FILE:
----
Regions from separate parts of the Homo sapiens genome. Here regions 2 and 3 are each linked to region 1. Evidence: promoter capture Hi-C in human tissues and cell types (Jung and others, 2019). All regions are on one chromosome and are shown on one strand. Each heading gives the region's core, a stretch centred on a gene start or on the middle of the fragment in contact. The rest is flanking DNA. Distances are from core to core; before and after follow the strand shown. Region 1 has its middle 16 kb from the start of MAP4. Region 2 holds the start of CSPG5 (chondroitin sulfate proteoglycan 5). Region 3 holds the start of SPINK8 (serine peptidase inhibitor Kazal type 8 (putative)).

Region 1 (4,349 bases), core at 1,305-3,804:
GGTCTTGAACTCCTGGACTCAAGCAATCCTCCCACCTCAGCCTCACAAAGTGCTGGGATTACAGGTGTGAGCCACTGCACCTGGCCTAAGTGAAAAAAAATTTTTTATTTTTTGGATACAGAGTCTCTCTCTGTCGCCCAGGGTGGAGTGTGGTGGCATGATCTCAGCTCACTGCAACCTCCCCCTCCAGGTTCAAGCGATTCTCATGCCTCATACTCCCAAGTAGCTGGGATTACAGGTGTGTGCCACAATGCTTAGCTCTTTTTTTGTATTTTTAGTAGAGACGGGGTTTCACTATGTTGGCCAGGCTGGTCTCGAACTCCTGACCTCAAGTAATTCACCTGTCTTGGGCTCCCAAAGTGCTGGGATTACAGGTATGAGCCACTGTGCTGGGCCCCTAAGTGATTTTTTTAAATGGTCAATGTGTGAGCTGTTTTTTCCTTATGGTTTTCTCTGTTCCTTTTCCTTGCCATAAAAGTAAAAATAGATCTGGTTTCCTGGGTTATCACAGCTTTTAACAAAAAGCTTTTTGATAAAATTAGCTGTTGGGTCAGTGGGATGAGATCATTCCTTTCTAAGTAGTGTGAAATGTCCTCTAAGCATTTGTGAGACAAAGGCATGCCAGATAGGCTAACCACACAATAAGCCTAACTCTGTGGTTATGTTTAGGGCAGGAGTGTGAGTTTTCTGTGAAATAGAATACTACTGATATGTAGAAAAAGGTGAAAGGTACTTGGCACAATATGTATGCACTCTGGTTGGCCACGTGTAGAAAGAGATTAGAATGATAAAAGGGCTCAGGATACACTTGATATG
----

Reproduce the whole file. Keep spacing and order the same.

Regions from separate parts of the Homo sapiens genome. Here regions 2 and 3 are each linked to region 1. Evidence: promoter capture Hi-C in human tissues and cell types (Jung and others, 2019). All regions are on one chromosome and are shown on one strand. Each heading gives the region's core, a stretch centred on a gene start or on the middle of the fragment in contact. The rest is flanking DNA. Distances are from core to core; before and after follow the strand shown. Region 1 has its middle 16 kb from the start of MAP4. Region 2 holds the start of CSPG5 (chondroitin sulfate proteoglycan 5). Region 3 holds the start of SPINK8 (serine peptidase inhibitor Kazal type 8 (putative)).

Region 1 (4,349 bases), core at 1,305-3,804:
GGTCTTGAACTCCTGGACTCAAGCAATCCTCCCACCTCAGCCTCACAAAGTGCTGGGATTACAGGTGTGAGCCACTGCACCTGGCCTAAGTGAAAAAAAATTTTTTATTTTTTGGATACAGAGTCTCTCTCTGTCGCCCAGGGTGGAGTGTGGTGGCATGATCTCAGCTCACTGCAACCTCCCCCTCCAGGTTCAAGCGATTCTCATGCCTCATACTCCCAAGTAGCTGGGATTACAGGTGTGTGCCACAATGCTTAGCTCTTTTTTTGTATTTTTAGTAGAGACGGGGTTTCACTATGTTGGCCAGGCTGGTCTCGAACTCCTGACCTCAAGTAATTCACCTGTCTTGGGCTCCCAAAGTGCTGGGATTACAGGTATGAGCCACTGTGCTGGGCCCCTAAGTGATTTTTTTAAATGGTCAATGTGTGAGCTGTTTTTTCCTTATGGTTTTCTCTGTTCCTTTTCCTTGCCATAAAAGTAAAAATAGATCTGGTTTCCTGGGTTATCACAGCTTTTAACAAAAAGCTTTTTGATAAAATTAGCTGTTGGGTCAGTGGGATGAGATCATTCCTTTCTAAGTAGTGTGAAATGTCCTCTAAGCATTTGTGAGACAAAGGCATGCCAGATAGGCTAACCACACAATAAGCCTAACTCTGTGGTTATGTTTAGGGCAGGAGTGTGAGTTTTCTGTGAAATAGAATACTACTGATATGTAGAAAAAGGTGAAAGGTACTTGGCACAATATGTATGCACTCTGGTTGGCCACGTGTAGAAAGAGATTAGAATGATAAAAGGGCTCAGGATACACTTGATATG